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The Importance of Black History Month

The Importance of Black History Month

    Not too long ago, I was asked a question that challenged the way I examined my life and cultural background: “Should we, as Americans, continue to celebrate Black History Month (BHM)?” For many, the answer is obvious—yes! In fact, many would continue this answer by suggesting that since February is the shortest month of the year, it cannot fully encapsulate the achievements of the African-American community. Others, within the African-American community, do not see the purpose of this month, explaining that it only reminds them of the hardship that we, as a people, have faced. Speaking for myself, I find strong reasons for its relevance and purpose in today’s day and age. I am African-American. I grew up in the Detroit metropolitan area, attending churches and schools that were predominately black. Before arriving here at Andrews to study for my Master of Divinity, I attended Oakwood University, a historically black university. As you could imagine, in my life, Black History Month spread beyond the month of February to everyday life. My African-American upbringing does not mean that I have been brainwashed to believe that the world revolves around me and my culture; these experiences have taught me to embrace people from other cultural backgrounds as well.

In viewing this past year’s election season, with the selection of our current United States President, Donald Trump, the racial tension between Caucasians and African-Americans has provided the means to how one can answer the question in the affirmative. BHM presents a constant reminder of the accomplishments of African-Americans. In a nation where the African-American male is looked down upon, I believe that this month gives the young black male a “shot of energy” and allows him to refocus in identifying his identity, life purpose and the contribution that he can make within his very own community. This racial tension is not secluded to the governmental realm, but also exists within the Seventh-day Adventist Church.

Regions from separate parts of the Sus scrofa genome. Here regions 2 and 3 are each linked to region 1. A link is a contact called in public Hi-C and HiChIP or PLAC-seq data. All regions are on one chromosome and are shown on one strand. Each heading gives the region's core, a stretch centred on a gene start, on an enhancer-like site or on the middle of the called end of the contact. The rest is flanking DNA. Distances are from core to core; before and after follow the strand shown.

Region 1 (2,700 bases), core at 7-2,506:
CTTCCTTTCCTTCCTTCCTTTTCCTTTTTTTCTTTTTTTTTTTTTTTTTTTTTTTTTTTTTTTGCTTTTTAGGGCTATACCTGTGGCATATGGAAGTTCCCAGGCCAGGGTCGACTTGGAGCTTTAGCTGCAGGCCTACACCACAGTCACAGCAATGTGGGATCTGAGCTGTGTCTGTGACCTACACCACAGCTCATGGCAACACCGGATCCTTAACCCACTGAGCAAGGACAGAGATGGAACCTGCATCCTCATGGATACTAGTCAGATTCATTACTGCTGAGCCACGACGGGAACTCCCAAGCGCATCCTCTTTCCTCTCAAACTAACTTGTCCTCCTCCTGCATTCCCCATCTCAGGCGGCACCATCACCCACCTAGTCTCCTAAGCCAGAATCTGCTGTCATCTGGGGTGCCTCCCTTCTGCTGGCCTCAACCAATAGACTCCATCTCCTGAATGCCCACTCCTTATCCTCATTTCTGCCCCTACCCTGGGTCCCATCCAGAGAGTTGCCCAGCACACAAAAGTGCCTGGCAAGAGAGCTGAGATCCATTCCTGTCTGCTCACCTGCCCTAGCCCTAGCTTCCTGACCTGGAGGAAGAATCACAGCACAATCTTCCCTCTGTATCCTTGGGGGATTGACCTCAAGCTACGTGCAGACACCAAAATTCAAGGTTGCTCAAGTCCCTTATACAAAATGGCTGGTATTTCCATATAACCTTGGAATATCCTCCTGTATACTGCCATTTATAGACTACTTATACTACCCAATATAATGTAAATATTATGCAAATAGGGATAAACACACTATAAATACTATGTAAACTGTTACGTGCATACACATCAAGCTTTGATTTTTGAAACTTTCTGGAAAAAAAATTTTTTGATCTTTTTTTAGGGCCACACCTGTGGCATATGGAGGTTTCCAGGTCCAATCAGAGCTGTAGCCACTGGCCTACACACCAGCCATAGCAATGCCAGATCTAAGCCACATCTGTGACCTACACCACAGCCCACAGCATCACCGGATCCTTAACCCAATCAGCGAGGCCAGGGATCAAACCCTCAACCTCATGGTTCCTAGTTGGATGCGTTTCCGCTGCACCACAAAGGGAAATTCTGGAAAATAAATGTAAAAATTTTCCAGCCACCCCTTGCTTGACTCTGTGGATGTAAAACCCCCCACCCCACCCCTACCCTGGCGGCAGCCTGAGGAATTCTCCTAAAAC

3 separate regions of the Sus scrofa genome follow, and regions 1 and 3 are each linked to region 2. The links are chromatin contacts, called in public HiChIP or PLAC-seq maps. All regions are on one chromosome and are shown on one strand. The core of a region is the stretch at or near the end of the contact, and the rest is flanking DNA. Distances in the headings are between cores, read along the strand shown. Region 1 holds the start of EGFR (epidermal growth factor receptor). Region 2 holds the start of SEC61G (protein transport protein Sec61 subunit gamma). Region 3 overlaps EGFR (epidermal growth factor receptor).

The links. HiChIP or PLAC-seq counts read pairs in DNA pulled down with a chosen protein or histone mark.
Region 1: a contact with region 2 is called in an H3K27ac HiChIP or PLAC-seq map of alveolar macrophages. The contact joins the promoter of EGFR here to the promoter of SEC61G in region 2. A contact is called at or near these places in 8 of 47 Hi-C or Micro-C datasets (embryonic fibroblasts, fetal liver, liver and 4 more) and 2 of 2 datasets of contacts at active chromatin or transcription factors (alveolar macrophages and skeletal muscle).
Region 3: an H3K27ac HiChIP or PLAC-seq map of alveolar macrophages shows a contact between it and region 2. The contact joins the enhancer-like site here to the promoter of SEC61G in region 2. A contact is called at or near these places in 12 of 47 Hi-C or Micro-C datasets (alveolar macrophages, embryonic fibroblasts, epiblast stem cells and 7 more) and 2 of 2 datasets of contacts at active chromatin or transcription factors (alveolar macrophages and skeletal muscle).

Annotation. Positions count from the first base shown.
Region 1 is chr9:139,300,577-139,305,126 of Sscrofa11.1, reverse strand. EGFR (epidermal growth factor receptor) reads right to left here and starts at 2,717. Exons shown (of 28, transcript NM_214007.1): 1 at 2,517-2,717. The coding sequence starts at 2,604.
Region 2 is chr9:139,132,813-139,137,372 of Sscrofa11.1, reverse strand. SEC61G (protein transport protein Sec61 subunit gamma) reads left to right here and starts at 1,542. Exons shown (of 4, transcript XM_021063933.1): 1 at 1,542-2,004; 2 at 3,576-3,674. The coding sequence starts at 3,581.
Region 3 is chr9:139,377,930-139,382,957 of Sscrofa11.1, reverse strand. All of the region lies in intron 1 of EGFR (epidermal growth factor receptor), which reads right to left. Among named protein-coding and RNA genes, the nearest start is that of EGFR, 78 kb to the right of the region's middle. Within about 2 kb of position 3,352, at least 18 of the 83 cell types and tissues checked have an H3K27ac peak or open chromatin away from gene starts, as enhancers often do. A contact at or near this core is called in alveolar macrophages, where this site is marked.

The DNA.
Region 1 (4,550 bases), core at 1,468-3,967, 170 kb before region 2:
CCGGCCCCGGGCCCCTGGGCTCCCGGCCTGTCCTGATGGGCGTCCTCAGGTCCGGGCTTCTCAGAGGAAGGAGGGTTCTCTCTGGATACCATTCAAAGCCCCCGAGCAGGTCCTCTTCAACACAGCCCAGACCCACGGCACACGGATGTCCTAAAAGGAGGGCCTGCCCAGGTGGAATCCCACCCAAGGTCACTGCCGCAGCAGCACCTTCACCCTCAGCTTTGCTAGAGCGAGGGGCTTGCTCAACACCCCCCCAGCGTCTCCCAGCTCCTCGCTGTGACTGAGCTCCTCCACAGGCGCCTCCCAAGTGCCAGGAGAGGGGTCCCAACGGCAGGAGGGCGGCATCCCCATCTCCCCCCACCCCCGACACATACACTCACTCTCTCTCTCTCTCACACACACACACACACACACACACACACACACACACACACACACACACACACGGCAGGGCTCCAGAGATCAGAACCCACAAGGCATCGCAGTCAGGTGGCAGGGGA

In light of this, I find that BHM also serves as a reminder of the things that God has been able to do through the African-American community in its relationship to our church’s growth and development. Many would suggest that BHM, as well as the continuation of Regional Conferences for that matter, presents the idea of justifiable racial separation. However, I would like to suggest that the use of Regional Conferences has provided a proven vehicle in which minorities in urban communities can be ministered to. I would further suggest that the elimination of such vehicles, suggesting that they are no longer needed, would also suggest that institutions of learning which cater to the African-American race are no longer needed as well. Lastly, I would like to suggest that BHM allows the students of this campus to embrace the ethnic differences that are present. Just like no two snowflakes are alike, African-Americans are different in their cultural backgrounds and upbringing. From the Afro-Caribbean to the African-American, I believe BHM allows us to revisit the stories of what makes black people uniquely different.   

On Ethics and Morality.

A Man of God and a Man of his Dreams

A Man of God and a Man of his Dreams